Stop stigmatizing and delegitimizing poverty reduction in Canada

In Canada, poverty dropped by a whopping 55.8% from 2015 to 2020, a reduction that few if anyone really expected by 2030 let alone much earlier.

But when Canada achieved this legislated goal in record time, there was neither announcement nor self-congratulation. There was no news release and no celebration.

The problem for the Government of Canada is that it met its own legislated poverty goals largely through the implementation of robust but temporary pandemic benefits.

There was no objective for these benefits to reduce poverty. They were put in place to help Canadians stay safe and weather the ravages of a once-in-a-century event.

Now the government has the difficult problem of having reduced poverty temporarily.

But it is doing more (and less) than that.

It was silent when its own officer of Parliament -the Auditor General of Canada -admonished the government for paying benefits to ineligible applicants and by creating disincentives to work.

It then redoubled collection efforts by infusing more than $50 million to deal with what it called abuse of the system in its 2023 Budget.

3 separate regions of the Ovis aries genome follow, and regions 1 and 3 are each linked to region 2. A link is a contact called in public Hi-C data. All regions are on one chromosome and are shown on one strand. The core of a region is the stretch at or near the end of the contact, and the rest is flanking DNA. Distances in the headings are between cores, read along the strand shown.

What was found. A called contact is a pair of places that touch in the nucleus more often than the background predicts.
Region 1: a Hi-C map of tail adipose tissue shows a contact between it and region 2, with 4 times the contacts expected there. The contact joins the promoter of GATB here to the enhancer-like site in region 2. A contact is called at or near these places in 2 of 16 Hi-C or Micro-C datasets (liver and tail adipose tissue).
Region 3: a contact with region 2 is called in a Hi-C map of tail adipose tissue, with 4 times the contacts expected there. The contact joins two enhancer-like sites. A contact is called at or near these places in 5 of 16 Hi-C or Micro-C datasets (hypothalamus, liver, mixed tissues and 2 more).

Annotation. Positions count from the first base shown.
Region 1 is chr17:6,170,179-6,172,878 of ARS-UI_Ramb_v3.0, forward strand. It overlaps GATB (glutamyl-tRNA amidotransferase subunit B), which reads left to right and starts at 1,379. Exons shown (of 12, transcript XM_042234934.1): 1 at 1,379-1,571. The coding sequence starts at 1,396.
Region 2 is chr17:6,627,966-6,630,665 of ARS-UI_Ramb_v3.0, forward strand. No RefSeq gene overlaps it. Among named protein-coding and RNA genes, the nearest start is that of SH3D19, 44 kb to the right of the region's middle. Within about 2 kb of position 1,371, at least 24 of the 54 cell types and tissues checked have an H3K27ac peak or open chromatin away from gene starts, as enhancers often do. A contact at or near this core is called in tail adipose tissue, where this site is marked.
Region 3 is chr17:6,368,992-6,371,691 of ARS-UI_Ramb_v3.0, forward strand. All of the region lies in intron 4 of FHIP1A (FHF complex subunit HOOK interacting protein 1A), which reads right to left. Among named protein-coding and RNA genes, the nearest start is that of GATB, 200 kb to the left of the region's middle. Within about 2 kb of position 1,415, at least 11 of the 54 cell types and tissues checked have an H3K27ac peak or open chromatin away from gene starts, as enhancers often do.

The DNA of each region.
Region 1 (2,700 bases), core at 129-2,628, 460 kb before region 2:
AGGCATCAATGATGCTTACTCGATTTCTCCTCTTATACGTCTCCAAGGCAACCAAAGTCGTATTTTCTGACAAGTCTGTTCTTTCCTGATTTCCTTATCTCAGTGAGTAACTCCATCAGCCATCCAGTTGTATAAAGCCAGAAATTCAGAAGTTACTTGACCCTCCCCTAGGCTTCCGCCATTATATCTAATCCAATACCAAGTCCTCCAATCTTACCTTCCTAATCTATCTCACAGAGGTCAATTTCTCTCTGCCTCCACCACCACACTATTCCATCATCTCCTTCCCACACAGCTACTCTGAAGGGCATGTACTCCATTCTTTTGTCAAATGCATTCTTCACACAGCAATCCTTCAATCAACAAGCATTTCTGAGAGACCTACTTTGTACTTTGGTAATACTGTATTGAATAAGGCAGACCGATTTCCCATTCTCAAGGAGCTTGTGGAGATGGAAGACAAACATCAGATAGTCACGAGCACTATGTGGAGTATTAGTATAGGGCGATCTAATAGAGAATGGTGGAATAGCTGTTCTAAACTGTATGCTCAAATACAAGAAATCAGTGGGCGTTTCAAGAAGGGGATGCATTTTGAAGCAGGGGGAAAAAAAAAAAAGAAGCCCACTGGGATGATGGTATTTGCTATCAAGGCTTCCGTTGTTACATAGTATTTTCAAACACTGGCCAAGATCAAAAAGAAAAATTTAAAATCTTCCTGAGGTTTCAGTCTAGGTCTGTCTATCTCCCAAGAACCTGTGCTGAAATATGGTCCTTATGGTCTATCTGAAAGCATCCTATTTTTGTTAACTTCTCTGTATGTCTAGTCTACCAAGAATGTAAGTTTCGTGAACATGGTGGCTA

This hopefully inadvertent outcome of panning its own efforts to keep Canadians safe – while surpassing all of Canada’s poverty reduction goals – delegitimizes poverty reduction in Canada.

This is really bad news and our government needs to do something about it[1].

The first thing it needs to do is to admit – in their legitimate haste to get a set of programs out the door – that the programs were badly designed, poorly communicated, changed again and again and horribly administered.

Everyone will give them a pass for this because it was important to get the programs ‘out the door.’ But we should not tolerate the government persisting in collection efforts that are impoverishing the people that they once vowed to protect.

The second thing the Government should do is to acknowledge that the poorest people in Canada: income (social) assistance recipients – were faced with the awful dilemma of choosing between two laws to break.

Most of Canada’s income assistance programs have laws that force them to apply for any benefit for which they may be eligible including pandemic benefits. Here is Ontario’s law[2]: